Monday, 24 May 2010

This is the second Offshoots Symphony project blog. Since the last instalment i have made recordings of Chris Barber, the rustic wood worker, and his Viking tall lathe and worked on music made of spinning wheels. I have also made a nice poster and earlier this week put together a press release with the help of Lisa Griffin, Offshoots project officer, who has just been really helpful generally, thanks Lisa.

I recorded Chris in the Yurt at Offshoots on the morning of the 7th of May. We recorded in the yurt to minimise external noise (windmills and such!), which was just as well as just as we had finished setting up they started mowing the lawn on the bowling green next door! This was quite audible even inside the yurt so we had to turn everything around to face the opposite direction recording, using a direction mic to cut out the noise (small amounts of extreanious noise are removable in the studio). I made recordings of Chris using his Viking Tall Lathe and chopping and splitting wood. The tall lathe provided some good rhythmic sounds and varied as more of the wood was cut away, becoming smoother and more fluid and we got some good crisp sounds from the wood splitting.


Viking Tall Lathe raw audio mp3


I have also been working on music using the recordings of spinning wheels discussed in the last blog. The double treadle has a harsher sound with more percussive elements than the single treadle which is more ambient and has a longer, more drawn out rhythm. This will be down to the natural rhythm and spinning speed of the operators as much as the wheels themselves. After cleaning up the recordings (removing unwanted noise) i loaded all the recordings onto separate stereo tracks in Cubase (a software sequence/recording environment) then reviewed them individually choosing parts to work with, based on how the sounds felt and worked rhythmically, then removing the left-over sounds and manually (and minimally) quantizing (tightening up the rhythmic elements by moving them forward or backward in time slightly) the parts i had chosen to make them work better musically over time. These parts then become loops and breaks that will form the initial frame of the piece.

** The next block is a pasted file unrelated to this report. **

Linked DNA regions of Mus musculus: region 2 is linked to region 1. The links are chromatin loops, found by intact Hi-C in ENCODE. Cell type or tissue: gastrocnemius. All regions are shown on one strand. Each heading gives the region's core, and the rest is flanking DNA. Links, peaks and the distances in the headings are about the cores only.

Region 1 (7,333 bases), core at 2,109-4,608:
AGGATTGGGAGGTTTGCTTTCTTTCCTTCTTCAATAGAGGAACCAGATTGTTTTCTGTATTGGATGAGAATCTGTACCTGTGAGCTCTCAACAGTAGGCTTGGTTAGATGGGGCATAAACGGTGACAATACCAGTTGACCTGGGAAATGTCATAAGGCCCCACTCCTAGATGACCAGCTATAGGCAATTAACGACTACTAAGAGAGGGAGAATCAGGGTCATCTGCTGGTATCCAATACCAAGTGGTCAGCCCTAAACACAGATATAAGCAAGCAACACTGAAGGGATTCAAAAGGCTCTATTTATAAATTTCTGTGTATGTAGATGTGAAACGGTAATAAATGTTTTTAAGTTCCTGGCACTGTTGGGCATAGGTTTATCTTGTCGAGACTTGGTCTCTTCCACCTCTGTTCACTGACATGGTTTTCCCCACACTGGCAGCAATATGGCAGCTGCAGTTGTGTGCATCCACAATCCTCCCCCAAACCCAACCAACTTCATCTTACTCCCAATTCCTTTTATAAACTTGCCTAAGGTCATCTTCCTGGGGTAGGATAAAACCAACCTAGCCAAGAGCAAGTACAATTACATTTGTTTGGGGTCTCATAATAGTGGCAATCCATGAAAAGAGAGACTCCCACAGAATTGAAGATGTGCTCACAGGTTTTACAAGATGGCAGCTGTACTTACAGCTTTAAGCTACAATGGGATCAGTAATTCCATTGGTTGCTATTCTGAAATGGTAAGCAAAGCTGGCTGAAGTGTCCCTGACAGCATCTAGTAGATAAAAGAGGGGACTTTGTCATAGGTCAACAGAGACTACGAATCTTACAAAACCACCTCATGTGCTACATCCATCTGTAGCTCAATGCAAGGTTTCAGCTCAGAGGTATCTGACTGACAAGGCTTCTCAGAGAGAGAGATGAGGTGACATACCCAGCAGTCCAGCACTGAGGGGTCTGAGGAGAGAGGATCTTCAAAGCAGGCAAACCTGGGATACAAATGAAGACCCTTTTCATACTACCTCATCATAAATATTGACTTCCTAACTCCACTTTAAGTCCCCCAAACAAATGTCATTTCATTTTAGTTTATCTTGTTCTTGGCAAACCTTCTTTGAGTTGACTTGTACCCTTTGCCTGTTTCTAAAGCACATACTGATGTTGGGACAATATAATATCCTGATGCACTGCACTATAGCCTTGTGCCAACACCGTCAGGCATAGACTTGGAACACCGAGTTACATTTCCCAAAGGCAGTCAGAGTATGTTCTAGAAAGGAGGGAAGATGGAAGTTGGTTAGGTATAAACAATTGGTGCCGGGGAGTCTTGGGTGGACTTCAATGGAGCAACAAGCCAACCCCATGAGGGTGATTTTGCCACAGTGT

The piece will work by developing a number of spinning rhythms that will begin in the centre of a surround sound environment then lift off and pan around the space intersecting with each other to create rhythms within rhythms. i don’t want the piece to be too harsh rhythmically so i will use eq, and volume curves to soften the harsher elements . There will also be recordings of carders used incidentally during the piece.

Spinner work inprogress mp3 clip

Currently i plan to use this spinning track (provisionally called ‘Spinner’) and another rhythmic piece creates using the rustic wood working recordings i made with Chris at either end of a more expansive bird piece which will form part of each of them intertwining with their rhythms as it begins and ends.

In the coming weeks i will be making more recordings of birds as the soundscape has now changed since i last recorded (most notably by the blackbirds and swallows) and will finish the spinning piece.

On the 12th of August there will be a Wildthings sounds art workshop, as part of the Wildthings summer family days. Wildthings is a monthly kids club at offshoots run by my wife Joe and for this we will be working together, making recordings with the kids as well as other activities yet to be finalised; more info in the next blog.


You can download and listen to an earlier piece i created from recordings made at the site in February 2008 here:


To listen to my experimental works and pieces for this project as they appear go here:


follow me on Twitter here:


Again thanks to: Joe, Phil, Lisa, Chris, Alan, Jackie, Eddie, and all at Offshoots, the birds, frogs, bee’s and bats for their ongoing help, support and enthusiasm for this project.

No comments:

Post a Comment